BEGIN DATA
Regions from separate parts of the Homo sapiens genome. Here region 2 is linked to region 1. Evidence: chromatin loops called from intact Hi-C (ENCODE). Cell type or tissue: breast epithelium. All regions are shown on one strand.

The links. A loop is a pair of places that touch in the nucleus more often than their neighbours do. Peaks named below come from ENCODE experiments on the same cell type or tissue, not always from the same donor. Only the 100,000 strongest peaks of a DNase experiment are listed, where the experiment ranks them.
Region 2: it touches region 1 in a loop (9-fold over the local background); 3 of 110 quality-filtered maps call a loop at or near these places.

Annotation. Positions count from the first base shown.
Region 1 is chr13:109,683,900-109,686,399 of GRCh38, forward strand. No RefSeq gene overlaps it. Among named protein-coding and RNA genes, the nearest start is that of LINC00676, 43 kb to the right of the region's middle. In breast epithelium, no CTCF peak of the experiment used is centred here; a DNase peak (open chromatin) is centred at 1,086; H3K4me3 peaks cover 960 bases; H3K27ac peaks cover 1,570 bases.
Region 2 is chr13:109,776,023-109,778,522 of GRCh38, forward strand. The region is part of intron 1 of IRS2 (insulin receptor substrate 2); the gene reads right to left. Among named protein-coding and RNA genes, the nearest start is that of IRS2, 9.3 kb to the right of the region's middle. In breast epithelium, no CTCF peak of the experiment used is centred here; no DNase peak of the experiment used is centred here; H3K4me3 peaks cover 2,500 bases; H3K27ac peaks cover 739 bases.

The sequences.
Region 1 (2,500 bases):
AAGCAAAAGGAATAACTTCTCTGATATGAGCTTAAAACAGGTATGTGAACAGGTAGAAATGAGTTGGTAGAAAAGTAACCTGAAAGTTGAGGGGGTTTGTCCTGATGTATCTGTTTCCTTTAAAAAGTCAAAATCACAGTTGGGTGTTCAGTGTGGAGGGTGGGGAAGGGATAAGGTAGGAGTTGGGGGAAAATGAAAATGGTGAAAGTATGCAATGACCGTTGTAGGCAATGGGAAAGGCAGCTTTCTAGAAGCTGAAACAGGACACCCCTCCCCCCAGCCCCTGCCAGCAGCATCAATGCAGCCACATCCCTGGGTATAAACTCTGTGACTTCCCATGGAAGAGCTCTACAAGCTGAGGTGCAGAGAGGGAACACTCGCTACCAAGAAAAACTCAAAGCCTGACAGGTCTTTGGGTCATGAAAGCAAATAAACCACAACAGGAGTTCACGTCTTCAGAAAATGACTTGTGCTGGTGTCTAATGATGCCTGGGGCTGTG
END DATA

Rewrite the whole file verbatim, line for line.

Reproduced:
Regions from separate parts of the Homo sapiens genome. Here region 2 is linked to region 1. Evidence: chromatin loops called from intact Hi-C (ENCODE). Cell type or tissue: breast epithelium. All regions are shown on one strand.

The links. A loop is a pair of places that touch in the nucleus more often than their neighbours do. Peaks named below come from ENCODE experiments on the same cell type or tissue, not always from the same donor. Only the 100,000 strongest peaks of a DNase experiment are listed, where the experiment ranks them.
Region 2: it touches region 1 in a loop (9-fold over the local background); 3 of 110 quality-filtered maps call a loop at or near these places.

Annotation. Positions count from the first base shown.
Region 1 is chr13:109,683,900-109,686,399 of GRCh38, forward strand. No RefSeq gene overlaps it. Among named protein-coding and RNA genes, the nearest start is that of LINC00676, 43 kb to the right of the region's middle. In breast epithelium, no CTCF peak of the experiment used is centred here; a DNase peak (open chromatin) is centred at 1,086; H3K4me3 peaks cover 960 bases; H3K27ac peaks cover 1,570 bases.
Region 2 is chr13:109,776,023-109,778,522 of GRCh38, forward strand. The region is part of intron 1 of IRS2 (insulin receptor substrate 2); the gene reads right to left. Among named protein-coding and RNA genes, the nearest start is that of IRS2, 9.3 kb to the right of the region's middle. In breast epithelium, no CTCF peak of the experiment used is centred here; no DNase peak of the experiment used is centred here; H3K4me3 peaks cover 2,500 bases; H3K27ac peaks cover 739 bases.

The sequences.
Region 1 (2,500 bases):
AAGCAAAAGGAATAACTTCTCTGATATGAGCTTAAAACAGGTATGTGAACAGGTAGAAATGAGTTGGTAGAAAAGTAACCTGAAAGTTGAGGGGGTTTGTCCTGATGTATCTGTTTCCTTTAAAAAGTCAAAATCACAGTTGGGTGTTCAGTGTGGAGGGTGGGGAAGGGATAAGGTAGGAGTTGGGGGAAAATGAAAATGGTGAAAGTATGCAATGACCGTTGTAGGCAATGGGAAAGGCAGCTTTCTAGAAGCTGAAACAGGACACCCCTCCCCCCAGCCCCTGCCAGCAGCATCAATGCAGCCACATCCCTGGGTATAAACTCTGTGACTTCCCATGGAAGAGCTCTACAAGCTGAGGTGCAGAGAGGGAACACTCGCTACCAAGAAAAACTCAAAGCCTGACAGGTCTTTGGGTCATGAAAGCAAATAAACCACAACAGGAGTTCACGTCTTCAGAAAATGACTTGTGCTGGTGTCTAATGATGCCTGGGGCTGTG